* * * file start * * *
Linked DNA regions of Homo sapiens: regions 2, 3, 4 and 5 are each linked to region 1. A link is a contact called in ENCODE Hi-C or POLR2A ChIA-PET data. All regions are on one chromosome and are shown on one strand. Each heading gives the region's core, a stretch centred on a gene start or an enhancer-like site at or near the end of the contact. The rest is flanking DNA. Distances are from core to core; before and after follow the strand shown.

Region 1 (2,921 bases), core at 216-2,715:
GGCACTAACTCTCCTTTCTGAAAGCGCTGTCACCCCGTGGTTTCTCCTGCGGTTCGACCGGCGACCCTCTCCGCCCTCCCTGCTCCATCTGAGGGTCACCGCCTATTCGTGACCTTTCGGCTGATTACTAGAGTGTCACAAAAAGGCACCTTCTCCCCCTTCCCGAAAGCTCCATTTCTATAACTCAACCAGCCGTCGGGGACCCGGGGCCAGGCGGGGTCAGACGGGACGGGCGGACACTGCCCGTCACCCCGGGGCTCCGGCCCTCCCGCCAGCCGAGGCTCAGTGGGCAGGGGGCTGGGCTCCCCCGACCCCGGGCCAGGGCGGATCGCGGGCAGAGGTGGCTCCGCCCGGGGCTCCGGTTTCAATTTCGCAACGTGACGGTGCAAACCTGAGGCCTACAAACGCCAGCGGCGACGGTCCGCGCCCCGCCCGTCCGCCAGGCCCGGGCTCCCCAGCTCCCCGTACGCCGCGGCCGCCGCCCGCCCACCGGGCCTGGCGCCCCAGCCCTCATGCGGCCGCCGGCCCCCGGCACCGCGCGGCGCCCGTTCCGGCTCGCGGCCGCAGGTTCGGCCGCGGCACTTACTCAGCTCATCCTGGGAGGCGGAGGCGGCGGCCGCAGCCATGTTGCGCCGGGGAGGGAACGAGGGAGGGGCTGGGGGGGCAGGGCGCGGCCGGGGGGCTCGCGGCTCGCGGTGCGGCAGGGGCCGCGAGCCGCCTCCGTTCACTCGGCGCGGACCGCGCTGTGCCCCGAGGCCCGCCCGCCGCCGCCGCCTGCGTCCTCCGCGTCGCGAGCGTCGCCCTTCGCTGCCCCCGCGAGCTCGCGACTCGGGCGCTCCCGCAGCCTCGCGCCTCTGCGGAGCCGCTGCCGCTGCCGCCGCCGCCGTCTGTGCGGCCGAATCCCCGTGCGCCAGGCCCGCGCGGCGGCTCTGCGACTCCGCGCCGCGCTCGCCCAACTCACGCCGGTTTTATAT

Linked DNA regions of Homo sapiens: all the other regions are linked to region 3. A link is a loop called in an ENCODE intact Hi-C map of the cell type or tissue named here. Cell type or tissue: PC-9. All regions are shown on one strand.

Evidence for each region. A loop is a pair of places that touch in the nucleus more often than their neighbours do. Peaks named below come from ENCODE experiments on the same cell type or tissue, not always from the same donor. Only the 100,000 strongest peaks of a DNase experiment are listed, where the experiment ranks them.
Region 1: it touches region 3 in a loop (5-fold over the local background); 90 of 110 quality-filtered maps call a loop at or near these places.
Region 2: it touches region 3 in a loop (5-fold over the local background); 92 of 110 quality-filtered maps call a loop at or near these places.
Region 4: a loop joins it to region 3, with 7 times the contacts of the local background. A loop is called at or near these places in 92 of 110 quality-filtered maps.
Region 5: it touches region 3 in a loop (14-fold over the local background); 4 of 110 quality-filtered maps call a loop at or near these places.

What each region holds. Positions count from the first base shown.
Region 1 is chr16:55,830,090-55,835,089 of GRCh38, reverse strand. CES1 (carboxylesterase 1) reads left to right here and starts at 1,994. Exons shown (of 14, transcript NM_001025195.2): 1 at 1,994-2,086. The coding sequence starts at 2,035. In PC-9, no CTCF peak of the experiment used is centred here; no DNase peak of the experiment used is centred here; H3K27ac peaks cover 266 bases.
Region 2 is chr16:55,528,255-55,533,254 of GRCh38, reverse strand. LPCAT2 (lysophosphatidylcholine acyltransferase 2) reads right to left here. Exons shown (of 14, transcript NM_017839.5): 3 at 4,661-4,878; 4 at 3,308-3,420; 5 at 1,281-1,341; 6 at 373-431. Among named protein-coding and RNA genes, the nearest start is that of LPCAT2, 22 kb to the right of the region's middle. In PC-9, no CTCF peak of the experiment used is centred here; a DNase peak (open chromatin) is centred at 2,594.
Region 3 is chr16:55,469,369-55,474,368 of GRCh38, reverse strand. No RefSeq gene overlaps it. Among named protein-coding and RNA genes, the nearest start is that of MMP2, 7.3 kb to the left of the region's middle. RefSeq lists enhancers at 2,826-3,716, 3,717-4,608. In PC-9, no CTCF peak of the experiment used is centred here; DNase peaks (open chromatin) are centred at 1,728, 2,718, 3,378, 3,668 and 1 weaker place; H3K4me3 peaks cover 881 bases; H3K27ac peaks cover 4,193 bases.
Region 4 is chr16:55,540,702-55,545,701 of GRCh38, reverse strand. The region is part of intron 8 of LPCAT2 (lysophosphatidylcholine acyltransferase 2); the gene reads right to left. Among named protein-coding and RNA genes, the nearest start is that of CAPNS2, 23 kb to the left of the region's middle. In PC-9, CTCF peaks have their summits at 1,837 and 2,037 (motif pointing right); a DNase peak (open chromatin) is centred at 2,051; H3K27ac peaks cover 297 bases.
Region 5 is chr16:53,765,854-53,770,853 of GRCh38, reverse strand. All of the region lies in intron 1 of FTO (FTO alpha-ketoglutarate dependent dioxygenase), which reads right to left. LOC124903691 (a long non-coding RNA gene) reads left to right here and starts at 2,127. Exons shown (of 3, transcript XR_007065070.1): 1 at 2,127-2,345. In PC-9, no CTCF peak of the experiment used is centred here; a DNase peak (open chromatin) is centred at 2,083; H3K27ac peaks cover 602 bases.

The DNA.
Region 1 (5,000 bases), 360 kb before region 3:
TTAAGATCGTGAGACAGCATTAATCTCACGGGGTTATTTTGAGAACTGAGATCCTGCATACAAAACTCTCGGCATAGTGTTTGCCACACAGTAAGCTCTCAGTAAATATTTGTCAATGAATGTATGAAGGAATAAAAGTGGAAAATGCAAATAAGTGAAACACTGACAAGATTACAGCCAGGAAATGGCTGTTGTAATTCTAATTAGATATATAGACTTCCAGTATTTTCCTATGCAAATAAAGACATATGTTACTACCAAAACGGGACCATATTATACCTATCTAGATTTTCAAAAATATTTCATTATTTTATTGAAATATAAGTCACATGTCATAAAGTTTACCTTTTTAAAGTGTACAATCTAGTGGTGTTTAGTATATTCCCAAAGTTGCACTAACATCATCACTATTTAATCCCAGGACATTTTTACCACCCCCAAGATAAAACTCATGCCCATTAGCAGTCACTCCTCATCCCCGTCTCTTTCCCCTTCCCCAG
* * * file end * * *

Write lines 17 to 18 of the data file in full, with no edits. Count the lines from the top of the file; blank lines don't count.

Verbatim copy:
Region 1 (5,000 bases), 360 kb before region 3:
TTAAGATCGTGAGACAGCATTAATCTCACGGGGTTATTTTGAGAACTGAGATCCTGCATACAAAACTCTCGGCATAGTGTTTGCCACACAGTAAGCTCTCAGTAAATATTTGTCAATGAATGTATGAAGGAATAAAAGTGGAAAATGCAAATAAGTGAAACACTGACAAGATTACAGCCAGGAAATGGCTGTTGTAATTCTAATTAGATATATAGACTTCCAGTATTTTCCTATGCAAATAAAGACATATGTTACTACCAAAACGGGACCATATTATACCTATCTAGATTTTCAAAAATATTTCATTATTTTATTGAAATATAAGTCACATGTCATAAAGTTTACCTTTTTAAAGTGTACAATCTAGTGGTGTTTAGTATATTCCCAAAGTTGCACTAACATCATCACTATTTAATCCCAGGACATTTTTACCACCCCCAAGATAAAACTCATGCCCATTAGCAGTCACTCCTCATCCCCGTCTCTTTCCCCTTCCCCAG